NWA Song Results In Police Chief’s Suspension

PROVINCETOWN, MA &#8211 After months of controversy and complaints regarding Police Chief Jeff Jaran, the selectmen voted before a packed meeting room Thursday night to suspend him with pay.

Selectmen named Lt. James Golden as the acting chief.

The suspension vote came after a bombshell letter from the Provincetown Police Labor Federation New England Police Benevolent Association, the police union. It stated that the overwhelming majority of the union members gave the chief a no-confidence vote in an emergency meeting Wednesday.

The letter stated that members of the union could not condone behavior by the chief of police that included ordering police officers into The Squealing Pig pub to collect names of employees and patrons who were present when the chief objected to an employees exercise of their First Amendment rights to play music of their choosing.

The Squealing Pig on May 7 was where Jaran ran into trouble for his angry reaction to a song with anti-police lyrics by the rap group N.W.A played on the sound system.

People complained that Jaran, who was off-duty, was intimidating in his angry outburst.
The Board of Selectmen have since hired an independent investigator to look into the incident.

The letter also stated the union members did not condone other behavior by the police chief, including ethical violations regarding the undue influence on employee votes in recent elections, including the distribution of campaign signs from the police station.

The letters also raised objections to the chief’s treatment of a union member who was sexually assaulted in the police station by an officer.

Andrea Poulin, a former police department employee, has filed a sex discrimination complaint with the Massachusetts Commission Against Discrimination. She alleges that a former Provincetown police officer grabbed her breast in 2012. She further alleges that Jaran failed to take seriously and remedy the sexual assault by Patrol Officer Nathaniel McConatha, who no longer works for the department.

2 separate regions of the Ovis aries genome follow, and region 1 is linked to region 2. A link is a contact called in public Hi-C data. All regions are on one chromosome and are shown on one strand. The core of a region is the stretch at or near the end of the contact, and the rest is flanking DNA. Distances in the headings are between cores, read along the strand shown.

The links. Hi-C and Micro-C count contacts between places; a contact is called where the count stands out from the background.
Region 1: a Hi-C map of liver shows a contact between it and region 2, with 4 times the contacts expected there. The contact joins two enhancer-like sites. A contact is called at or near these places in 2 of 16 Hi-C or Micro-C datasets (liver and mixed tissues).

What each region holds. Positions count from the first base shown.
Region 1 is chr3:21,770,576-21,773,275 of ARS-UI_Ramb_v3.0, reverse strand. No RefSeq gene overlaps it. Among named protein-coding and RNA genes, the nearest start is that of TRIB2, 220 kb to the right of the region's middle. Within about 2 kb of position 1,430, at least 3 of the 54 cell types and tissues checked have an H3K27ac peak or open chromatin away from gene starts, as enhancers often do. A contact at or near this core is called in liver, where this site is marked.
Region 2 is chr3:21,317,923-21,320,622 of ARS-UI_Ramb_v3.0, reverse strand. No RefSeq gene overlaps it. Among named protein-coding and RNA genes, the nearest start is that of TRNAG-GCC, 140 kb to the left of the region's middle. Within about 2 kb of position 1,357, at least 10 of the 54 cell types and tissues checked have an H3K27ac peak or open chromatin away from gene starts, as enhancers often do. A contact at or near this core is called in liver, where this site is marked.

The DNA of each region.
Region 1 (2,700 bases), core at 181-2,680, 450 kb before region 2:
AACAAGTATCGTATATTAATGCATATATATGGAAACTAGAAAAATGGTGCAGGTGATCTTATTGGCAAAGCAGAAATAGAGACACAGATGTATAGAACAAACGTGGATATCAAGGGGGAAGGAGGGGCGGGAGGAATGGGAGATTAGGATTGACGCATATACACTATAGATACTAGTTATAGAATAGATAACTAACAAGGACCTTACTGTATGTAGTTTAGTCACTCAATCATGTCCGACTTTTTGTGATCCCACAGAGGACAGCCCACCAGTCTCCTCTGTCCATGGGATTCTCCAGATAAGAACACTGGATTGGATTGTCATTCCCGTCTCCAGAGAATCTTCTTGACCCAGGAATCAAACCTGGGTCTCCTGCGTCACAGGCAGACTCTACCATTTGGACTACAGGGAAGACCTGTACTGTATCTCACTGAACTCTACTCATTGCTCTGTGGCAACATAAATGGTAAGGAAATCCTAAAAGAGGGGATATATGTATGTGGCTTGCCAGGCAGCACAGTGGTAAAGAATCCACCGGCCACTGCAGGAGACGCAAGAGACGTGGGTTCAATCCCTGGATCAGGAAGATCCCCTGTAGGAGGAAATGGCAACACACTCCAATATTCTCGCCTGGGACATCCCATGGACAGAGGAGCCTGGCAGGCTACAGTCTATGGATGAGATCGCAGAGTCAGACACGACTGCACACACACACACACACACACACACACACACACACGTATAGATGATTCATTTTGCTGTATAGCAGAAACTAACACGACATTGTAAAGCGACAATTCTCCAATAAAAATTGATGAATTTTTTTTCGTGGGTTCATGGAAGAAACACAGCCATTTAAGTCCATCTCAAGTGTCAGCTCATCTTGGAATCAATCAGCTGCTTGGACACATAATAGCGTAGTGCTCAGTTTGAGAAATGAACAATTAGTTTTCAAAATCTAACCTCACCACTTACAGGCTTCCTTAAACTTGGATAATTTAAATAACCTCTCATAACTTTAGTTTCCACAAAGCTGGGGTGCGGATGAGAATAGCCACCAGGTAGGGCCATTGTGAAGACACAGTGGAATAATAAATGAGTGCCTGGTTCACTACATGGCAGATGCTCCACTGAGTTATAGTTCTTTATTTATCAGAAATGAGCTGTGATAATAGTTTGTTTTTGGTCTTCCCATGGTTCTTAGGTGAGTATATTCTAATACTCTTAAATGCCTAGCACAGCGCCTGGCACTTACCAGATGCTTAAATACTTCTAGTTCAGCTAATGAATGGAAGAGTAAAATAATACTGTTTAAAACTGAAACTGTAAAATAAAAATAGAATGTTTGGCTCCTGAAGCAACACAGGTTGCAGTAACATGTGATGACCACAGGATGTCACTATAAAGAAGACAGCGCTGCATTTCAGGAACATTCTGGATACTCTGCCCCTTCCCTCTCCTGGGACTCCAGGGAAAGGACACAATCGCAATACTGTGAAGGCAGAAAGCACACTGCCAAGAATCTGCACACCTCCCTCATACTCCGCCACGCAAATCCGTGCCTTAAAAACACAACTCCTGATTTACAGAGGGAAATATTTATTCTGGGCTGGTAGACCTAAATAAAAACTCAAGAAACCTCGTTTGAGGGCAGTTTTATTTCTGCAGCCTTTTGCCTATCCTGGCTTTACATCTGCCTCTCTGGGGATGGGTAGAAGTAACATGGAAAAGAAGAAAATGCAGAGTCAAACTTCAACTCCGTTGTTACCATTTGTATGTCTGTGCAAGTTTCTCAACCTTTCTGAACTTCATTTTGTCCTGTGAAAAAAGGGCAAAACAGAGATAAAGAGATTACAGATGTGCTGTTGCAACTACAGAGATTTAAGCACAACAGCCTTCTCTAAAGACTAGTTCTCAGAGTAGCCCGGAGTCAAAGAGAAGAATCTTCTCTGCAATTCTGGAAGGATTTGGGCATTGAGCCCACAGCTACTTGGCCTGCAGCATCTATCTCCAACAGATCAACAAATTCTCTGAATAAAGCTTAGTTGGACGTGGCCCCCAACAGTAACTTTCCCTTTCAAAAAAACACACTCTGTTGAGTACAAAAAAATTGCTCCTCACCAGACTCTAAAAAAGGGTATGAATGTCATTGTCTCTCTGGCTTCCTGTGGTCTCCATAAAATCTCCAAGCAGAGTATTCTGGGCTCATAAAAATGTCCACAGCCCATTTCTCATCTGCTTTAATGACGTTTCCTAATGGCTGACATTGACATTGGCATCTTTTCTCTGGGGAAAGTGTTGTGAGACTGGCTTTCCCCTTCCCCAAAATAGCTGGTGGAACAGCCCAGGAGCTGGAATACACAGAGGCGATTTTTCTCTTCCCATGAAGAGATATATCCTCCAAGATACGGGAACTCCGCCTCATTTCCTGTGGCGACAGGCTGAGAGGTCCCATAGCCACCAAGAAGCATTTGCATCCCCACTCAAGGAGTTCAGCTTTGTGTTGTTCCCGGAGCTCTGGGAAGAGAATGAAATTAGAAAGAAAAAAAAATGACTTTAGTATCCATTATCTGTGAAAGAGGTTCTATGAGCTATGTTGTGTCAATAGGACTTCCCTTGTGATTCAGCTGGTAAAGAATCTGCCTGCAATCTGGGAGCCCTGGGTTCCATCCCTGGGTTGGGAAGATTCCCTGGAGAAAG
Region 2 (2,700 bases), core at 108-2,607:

Jaran has denied the charges listed in the MCAD suit in an email to the Times.

The union letter stated Jaran failed to fully investigate and to document the crime, and then protected the offending officer, which included a positive job recommendation to other police departments.

Painfully loud applause followed the reading of the police union’s letter.

Thursday night’s special meeting, scheduled to discuss the suspension of the police chief, brought out so many people it had to be moved to the auditorium upstairs, where the crowd appeared to equal that of some town meetings.

Many thanked the police union for its stance.

“That took tremendous courage,” said Jen Cabral, a resident, who also thanked the selectmen for listening to the citizens’ complaints regarding Jaran.

Others, however, supported Jaran and called an earlier meeting on Monday, a lynch mob.

On Monday, people lined up at microphones to complain about police intimidation under the current chief.

That meeting, said Rob Tosner, a local businessman, amounted to a lynch mob run amok.

Tosner went on to say, “It’s sad that (Jarans) fellow officers couldn’t stay by his side.”

And he said to Selectman Thomas Donegan and Selectman Erik Yingling, who have been critical of Jaran, you are dividing this town.

“This is an ugly state of affairs … now you think you’ve won the battle,” Tosner continued. “But what you’ll be left with is a bunch of malcontents … you’re really discouraging good people from working for this town.”

“I think it’s a good day in Provincetown, and I want to disagree that Monday’s meeting was mob rule, countered Howard Birchman, a resident. “If that’s mob rule, then so is town meeting.”

“Given the police union’s stance, no way can the chief return to his position,” Birchman added.

Jaran, who was not at the meeting, may appeal his suspension under the rules of the town charter.

During the suspension, an investigation of The Squealing Pig incident will be completed. The union’s accusations will be added to the scope of the investigation, said Town Manager Sharon Lynn.

From The Cape Cod Times

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